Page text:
I'll cut to the chase........he should be executed....publicly :D
 

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Preferably by impalement, on a short, thick stake I'd say.

We had a similar case here, a purported commodities trader who was actually running a Ponzi scheme. Over $100 Million involved, looks like the receiver will recover about a third (and lucky to do that well). Bunch of people (including some that should ahve known better) took a real hit. Mr. Hudgens is gonna go to the slam, but that doesn't really do that much for the victims. No question recovery of a third is better than nothing at all, but....

Note - a $100 million is a lot less than $50 billion, but we are a smaller place than New York, too.
 

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A man with a gun might get your wallet or the cash in your drawer.

A talented grifter can take -or cause you to lose- everything you have while never losing his smile.

Demons like this attorney have stolen the livelihoods of of thousands of Americans they've never even met. Just start at his firm. For every attorney at the firm, there were at least two support staff that are now on the streets. Then go down to his "marks." As we all should recognize by this point in the new Depression, profits go up (to the executives) and only losses go down (to shareholders, pension holders, employees, and third parties stuck with worthless accounts receivables).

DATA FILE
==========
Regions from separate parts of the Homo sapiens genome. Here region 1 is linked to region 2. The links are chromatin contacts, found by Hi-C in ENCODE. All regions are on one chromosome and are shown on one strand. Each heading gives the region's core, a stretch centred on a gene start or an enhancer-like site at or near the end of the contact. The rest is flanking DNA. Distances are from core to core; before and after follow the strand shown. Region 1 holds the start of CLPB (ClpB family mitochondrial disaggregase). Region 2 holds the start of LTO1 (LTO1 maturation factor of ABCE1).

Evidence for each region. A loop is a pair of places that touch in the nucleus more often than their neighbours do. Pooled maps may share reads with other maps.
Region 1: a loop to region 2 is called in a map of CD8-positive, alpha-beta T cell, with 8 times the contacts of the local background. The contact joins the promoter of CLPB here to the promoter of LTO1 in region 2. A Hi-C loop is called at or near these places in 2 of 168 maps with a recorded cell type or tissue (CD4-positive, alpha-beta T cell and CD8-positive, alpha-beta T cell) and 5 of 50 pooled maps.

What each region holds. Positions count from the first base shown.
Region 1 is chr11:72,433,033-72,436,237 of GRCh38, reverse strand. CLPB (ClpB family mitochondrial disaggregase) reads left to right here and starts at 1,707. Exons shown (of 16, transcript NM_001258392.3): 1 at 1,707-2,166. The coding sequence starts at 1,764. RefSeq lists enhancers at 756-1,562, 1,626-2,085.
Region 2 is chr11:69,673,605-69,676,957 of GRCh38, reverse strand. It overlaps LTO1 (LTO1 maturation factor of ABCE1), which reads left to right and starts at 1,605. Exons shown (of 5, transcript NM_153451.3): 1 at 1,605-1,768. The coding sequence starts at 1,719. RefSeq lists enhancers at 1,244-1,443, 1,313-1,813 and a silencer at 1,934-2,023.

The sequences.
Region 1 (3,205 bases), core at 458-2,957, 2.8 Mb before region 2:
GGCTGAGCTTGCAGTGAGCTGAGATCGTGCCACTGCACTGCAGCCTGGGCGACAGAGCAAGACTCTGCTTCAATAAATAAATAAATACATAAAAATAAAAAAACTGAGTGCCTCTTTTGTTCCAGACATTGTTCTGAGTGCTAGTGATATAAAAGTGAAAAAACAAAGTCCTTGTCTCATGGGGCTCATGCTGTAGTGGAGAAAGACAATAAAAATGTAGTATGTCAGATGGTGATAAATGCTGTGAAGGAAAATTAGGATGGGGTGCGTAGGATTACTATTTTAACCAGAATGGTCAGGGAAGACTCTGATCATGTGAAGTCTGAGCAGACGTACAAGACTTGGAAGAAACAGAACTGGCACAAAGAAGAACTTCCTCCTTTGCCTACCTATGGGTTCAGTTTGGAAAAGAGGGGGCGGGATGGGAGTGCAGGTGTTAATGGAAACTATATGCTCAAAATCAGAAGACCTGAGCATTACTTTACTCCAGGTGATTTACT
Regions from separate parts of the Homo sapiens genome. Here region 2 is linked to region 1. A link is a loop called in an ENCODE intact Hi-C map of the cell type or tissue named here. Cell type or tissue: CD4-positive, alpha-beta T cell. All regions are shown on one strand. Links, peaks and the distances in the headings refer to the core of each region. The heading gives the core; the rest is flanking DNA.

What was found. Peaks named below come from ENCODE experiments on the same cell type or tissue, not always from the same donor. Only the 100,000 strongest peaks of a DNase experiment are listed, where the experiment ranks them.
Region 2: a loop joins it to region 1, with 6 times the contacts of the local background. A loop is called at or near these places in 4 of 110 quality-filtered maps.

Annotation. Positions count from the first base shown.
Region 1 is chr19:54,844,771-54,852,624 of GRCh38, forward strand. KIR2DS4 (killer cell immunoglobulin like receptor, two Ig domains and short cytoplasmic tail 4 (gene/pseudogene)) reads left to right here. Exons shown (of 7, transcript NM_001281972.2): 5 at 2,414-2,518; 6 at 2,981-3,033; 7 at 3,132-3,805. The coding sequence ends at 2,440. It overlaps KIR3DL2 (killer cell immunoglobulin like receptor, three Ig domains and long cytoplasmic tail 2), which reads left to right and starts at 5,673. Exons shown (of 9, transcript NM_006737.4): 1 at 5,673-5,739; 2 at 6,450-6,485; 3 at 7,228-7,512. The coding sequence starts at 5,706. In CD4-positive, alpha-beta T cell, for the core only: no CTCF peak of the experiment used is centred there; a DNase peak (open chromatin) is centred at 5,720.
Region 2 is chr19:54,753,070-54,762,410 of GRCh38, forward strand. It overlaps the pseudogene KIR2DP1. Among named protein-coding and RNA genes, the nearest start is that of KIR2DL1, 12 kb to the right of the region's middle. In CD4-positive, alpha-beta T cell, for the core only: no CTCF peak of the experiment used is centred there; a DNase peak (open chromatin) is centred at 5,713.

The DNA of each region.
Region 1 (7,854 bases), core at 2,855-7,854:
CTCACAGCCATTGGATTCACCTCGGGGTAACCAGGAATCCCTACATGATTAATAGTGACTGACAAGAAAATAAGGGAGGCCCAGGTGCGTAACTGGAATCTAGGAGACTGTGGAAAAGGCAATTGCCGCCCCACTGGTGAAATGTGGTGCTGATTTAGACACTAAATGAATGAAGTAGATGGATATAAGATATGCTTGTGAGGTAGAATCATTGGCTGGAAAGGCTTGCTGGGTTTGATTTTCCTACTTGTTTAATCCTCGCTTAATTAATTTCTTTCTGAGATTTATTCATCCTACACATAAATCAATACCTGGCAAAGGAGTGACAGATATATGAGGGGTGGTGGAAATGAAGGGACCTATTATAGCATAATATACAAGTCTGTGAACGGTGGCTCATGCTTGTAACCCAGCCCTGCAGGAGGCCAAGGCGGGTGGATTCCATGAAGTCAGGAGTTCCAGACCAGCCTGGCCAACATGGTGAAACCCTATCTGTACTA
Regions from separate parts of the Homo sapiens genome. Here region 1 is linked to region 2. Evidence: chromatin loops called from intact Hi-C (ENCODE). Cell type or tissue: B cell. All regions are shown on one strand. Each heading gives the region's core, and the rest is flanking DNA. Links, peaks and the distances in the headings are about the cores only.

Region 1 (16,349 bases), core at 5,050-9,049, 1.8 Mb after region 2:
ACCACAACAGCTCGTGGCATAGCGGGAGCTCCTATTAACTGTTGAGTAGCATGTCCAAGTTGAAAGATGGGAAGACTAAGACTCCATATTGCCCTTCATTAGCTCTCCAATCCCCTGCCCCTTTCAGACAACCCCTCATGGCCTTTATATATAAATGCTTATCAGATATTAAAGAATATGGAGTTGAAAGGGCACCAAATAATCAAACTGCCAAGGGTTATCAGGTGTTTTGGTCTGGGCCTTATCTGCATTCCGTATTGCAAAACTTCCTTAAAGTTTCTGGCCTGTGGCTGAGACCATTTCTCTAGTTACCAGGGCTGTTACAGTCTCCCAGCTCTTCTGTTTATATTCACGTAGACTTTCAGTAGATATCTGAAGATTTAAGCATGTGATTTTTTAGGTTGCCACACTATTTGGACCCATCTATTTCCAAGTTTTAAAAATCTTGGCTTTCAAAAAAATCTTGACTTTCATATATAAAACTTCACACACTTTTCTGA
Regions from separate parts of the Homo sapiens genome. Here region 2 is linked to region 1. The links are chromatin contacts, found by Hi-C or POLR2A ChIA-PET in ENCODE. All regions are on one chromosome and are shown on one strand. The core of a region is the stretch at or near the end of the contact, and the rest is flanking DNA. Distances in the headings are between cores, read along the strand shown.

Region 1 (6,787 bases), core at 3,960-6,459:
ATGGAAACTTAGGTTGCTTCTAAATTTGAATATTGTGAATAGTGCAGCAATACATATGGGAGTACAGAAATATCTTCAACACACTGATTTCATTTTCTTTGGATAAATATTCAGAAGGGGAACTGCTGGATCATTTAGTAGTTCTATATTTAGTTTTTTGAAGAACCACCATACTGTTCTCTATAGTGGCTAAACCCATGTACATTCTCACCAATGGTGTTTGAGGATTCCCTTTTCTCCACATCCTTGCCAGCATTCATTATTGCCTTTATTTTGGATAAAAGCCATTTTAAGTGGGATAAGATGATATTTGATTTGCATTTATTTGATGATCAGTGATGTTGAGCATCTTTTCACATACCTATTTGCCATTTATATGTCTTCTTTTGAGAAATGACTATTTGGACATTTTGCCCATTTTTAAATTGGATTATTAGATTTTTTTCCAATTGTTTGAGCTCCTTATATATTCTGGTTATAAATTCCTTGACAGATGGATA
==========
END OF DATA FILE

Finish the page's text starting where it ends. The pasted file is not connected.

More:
I'll cut to the chase........he should be executed....publicly :D

It's like the old joke:

What is the difference between a dead lawyer in the middle of the road and a dead skunk"?

The tire marks are in front of the skunk.
 

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It's like the old joke:

What is the difference between a dead lawyer in the middle of the road and a dead skunk"?

The tire marks are in front of the skunk.
Without lawyers there would be no Constitution and certainly as of late, no Heller decision confirming the Second Amendment. Be glad someone braked, otherwise you would have no rights and be at the mercy of insurance companies, big corporations, and those with more money and power than you ;)
 

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Without lawyers there would be no Constitution and certainly as of late, no Heller decision confirming the Second Amendment. Be glad someone braked, otherwise you would have no rights and be at the mercy of insurance companies, big corporations, and those with more money and power than you ;)


Not so. The Founders wanted statesmen to lead the nation, not lawyers.
"Be glad someone braked, otherwise you would have no rights and be at the mercy of insurance companies, big corporations, and those with more money and power than you."
Last time I looked, I already was.

JAK